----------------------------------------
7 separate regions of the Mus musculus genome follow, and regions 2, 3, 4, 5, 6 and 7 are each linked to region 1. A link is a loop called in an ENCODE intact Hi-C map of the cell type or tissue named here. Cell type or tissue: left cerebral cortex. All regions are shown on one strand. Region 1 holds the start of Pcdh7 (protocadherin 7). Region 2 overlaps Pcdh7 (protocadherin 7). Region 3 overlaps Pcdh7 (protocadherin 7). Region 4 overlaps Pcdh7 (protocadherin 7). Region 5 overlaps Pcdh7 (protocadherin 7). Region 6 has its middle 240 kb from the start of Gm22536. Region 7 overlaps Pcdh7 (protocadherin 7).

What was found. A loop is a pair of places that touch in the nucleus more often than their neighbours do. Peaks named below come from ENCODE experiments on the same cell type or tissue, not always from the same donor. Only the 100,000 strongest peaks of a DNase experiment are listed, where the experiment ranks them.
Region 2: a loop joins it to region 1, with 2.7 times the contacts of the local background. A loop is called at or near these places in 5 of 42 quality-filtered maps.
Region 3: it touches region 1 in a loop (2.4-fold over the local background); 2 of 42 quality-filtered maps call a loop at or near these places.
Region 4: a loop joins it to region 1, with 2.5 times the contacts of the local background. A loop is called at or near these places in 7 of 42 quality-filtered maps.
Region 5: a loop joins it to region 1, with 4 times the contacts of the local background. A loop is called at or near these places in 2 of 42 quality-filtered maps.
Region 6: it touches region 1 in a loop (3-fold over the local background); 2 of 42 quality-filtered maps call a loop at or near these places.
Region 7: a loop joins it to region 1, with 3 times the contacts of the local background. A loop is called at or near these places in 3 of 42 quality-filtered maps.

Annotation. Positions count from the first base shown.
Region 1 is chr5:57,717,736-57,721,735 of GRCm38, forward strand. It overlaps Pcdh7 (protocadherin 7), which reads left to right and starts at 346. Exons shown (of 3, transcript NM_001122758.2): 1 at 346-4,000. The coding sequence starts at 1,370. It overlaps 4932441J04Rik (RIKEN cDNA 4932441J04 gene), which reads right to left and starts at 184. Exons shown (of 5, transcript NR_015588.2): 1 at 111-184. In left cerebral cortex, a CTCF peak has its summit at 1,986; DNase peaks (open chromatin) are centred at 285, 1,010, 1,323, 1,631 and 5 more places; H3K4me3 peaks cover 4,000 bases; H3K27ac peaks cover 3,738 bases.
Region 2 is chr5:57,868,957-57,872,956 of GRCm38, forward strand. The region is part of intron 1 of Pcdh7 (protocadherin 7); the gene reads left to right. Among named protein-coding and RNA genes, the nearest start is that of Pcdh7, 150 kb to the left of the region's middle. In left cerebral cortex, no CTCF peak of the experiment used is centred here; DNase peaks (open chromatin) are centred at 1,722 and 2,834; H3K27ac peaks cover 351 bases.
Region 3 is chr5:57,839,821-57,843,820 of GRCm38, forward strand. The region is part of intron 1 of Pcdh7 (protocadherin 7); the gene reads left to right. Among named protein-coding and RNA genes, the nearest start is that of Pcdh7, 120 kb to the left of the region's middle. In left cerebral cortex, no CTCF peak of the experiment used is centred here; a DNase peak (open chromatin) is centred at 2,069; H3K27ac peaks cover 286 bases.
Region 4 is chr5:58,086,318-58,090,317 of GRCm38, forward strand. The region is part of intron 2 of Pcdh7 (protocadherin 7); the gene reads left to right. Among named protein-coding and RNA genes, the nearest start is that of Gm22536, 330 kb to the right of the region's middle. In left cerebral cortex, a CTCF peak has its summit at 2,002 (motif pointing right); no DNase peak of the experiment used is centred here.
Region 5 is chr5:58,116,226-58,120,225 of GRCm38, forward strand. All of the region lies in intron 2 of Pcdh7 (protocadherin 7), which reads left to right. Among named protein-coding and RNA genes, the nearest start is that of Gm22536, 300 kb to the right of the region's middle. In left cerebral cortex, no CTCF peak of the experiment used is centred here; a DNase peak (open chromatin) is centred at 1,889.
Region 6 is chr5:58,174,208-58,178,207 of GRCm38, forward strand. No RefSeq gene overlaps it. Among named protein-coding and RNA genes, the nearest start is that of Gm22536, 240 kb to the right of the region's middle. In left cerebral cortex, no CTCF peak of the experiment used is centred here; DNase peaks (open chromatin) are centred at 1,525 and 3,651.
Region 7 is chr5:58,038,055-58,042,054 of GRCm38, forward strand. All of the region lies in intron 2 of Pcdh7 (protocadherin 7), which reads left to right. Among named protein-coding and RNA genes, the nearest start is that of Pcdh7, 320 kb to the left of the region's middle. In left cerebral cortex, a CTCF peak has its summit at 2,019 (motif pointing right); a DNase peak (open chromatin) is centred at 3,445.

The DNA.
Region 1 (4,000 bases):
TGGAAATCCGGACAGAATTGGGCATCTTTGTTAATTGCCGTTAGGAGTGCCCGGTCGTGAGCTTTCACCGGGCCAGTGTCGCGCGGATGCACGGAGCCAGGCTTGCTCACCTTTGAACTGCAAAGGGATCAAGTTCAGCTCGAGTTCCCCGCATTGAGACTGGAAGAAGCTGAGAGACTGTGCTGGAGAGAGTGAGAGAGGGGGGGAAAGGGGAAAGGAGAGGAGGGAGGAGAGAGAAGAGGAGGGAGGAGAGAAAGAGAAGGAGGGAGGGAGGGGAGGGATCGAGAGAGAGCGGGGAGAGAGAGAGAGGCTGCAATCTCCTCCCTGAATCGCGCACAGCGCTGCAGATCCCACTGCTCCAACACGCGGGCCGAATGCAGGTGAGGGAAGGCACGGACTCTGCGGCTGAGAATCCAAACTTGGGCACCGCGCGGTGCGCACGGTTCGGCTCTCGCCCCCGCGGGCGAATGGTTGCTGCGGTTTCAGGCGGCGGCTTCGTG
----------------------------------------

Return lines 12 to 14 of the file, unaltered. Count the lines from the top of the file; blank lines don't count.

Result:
Region 3 is chr5:57,839,821-57,843,820 of GRCm38, forward strand. The region is part of intron 1 of Pcdh7 (protocadherin 7); the gene reads left to right. Among named protein-coding and RNA genes, the nearest start is that of Pcdh7, 120 kb to the left of the region's middle. In left cerebral cortex, no CTCF peak of the experiment used is centred here; a DNase peak (open chromatin) is centred at 2,069; H3K27ac peaks cover 286 bases.
Region 4 is chr5:58,086,318-58,090,317 of GRCm38, forward strand. The region is part of intron 2 of Pcdh7 (protocadherin 7); the gene reads left to right. Among named protein-coding and RNA genes, the nearest start is that of Gm22536, 330 kb to the right of the region's middle. In left cerebral cortex, a CTCF peak has its summit at 2,002 (motif pointing right); no DNase peak of the experiment used is centred here.
Region 5 is chr5:58,116,226-58,120,225 of GRCm38, forward strand. All of the region lies in intron 2 of Pcdh7 (protocadherin 7), which reads left to right. Among named protein-coding and RNA genes, the nearest start is that of Gm22536, 300 kb to the right of the region's middle. In left cerebral cortex, no CTCF peak of the experiment used is centred here; a DNase peak (open chromatin) is centred at 1,889.